I resent the fact that almost any young adult novel with stylized, first-person teen male POV is automatically judged against John Green. It’s a shallow way of looking at what we should be celebrating: there is YA written for teen males. In my experience these comparisons are usually made not by YA authors, or, in other words, the people actually living and breathing the genre, but by outsiders given a YA novel to review and thus grasping for a comparison against the one young adult author just about everyone on the planet’s heard of, John Green. Okay, maybe the only review I’m thinking of in particular right now comes from the adult nonfiction author A.J. Jacobs’ New York Times review of Andrew Smith’s hilarious and heartbreaking novel, Winger. Referring to the young adult genre of “John Green lit” or “GreenLit,” Jacobs finds that:
Andrew Smith’s latest book, “Winger,” is firmly in GreenLit territory. And while Smith is not going to dethrone Green, this should secure him a seat at the round table. “Winger” is a bit more cartoonish than Green’s novels — both figuratively and literally — but it’s smart, poignant and entertaining.
No, perhaps Andrew Smith will not dethrone Green, and that’s a good thing. Because Winger achieves a level of profound individuality and reckless realism that Green could never match. In Winger there are no Manic Pixie Dream Girls. Teens didn’t say things you swoon over and put on a t-shit. If Winger had a soundtrack it would be “guy rock” with perhaps a little Jack Johnson mixed in, and it would sound nothing like The Fault in Our Stars‘ movie soundtrack. Winger‘s language is course, gritty, foul, and absolutely captivating. When I was reading Winger I could not read fast enough. Never in my life had I ever read 70 pages of a book in half an hour like I did when I was reading Smith’s novel. The pages literally would not flip as fast as I wanted them to. Bagels burnt in the toaster. Coffee went cold because it was never transferred to the carafe. And meanwhile I read the hell out of that novel. I could not help it. I fell absolutely in love with Ryan Dean West.
Let me backtrack here and give you some summary so we’re all on the same page.
Winger (2013) explores the fall semester of Ryan Dean West’s junior year at a rich kids’ boarding school in Oregon. Ryan Dean is the youngest boy in his class at age 14 and also smart enough to sit at the top of said class in academics. This year Ryan Dean is rooming in O-Hall, the dormitory for delinquents, because he stole a teacher’s phone and tried to call his best friend and lady love, Annie. Ryan Dean is also on the rugby team, as are his friends. That fall Ryan Dean navigates the tricky dance of courtship with two separate women, an alarming resident hall director, friction and fighting among his friends old and new, and proving his worth as someone who is more than just “adorable.” He also curses a lot (but not out loud), injures his man-parts, draws cartoons, includes screenplays and imagined dialogue in the narrative, and serves his frenemies his own urine from a Gatorade bottle.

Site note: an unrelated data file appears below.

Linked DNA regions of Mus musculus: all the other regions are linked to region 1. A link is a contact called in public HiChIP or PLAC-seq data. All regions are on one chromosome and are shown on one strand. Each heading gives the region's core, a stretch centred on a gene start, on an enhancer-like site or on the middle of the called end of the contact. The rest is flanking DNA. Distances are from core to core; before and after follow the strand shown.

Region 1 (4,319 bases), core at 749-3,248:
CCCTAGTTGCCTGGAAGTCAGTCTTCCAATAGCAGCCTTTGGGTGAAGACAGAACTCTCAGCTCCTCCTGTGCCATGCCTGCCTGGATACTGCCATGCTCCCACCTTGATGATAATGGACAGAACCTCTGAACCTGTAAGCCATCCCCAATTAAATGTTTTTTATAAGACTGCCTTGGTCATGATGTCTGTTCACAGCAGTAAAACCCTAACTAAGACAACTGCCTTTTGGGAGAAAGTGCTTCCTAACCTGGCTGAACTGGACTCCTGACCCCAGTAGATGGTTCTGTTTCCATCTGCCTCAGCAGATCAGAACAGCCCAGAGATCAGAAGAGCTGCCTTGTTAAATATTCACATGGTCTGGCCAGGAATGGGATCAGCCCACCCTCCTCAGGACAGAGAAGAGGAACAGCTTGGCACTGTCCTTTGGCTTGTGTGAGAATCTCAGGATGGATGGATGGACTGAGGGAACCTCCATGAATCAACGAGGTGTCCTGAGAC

And then something shocking happens that shall go unnamed here lest I spoil anyone’s fun.
And, so, then the blinders come off and Ryan Dean has to grow up yet grieve at the same time.
Everyone should read Winger, especially anyone who is working with youth today as an educator, librarian, or what have you. My dear brother, a former varsity football player turned middle school teacher and varsity high school football coach, will be receiving this novel from me for his birthday.
I am overjoyed that there is a sequel coming out in September.
But let me return to what I was talking about before. We should be ecstatic that fiction for guys is sitting on the same shelf as The Selection, Vampire Diaries, and Sarah Dessen’s novels. Reading is cool, and it can absolutely change your life (I’m proof of that). Joe Scieszka’s Guys Read initiative to promote literacy among young boys and men is a gamechanger that I cannot shut up about. I am so lucky that two men in my life–my father and my brother–are or were English teachers. The reading gap is real, and really alarming, and young boys and men need to see positive male role models promoting literacy. So let’s celebrate Andrew Smith, whose novels “keep YA weird,” even if “weird” for Winger readers means you find that a genre you once found weird–the foul mouthed, sex-obsessed, somewhat-of-a-jock yet ultimately endearing teen male POV–is now oddly appealing.
By far the best book I’ve read this year. Five stars and beyond.
Discussion Questions for Winger
- Why does Ryan Dean say he doesn’t curse, but then spew profanity in his written account of his life?
- How does Ryan Dean change over the course of the fall semester? How does he stay the same?
- Is the tragedy at the end foreshadowed at all? What quotes or incidents can you point to that hinted at a darker future for the characters?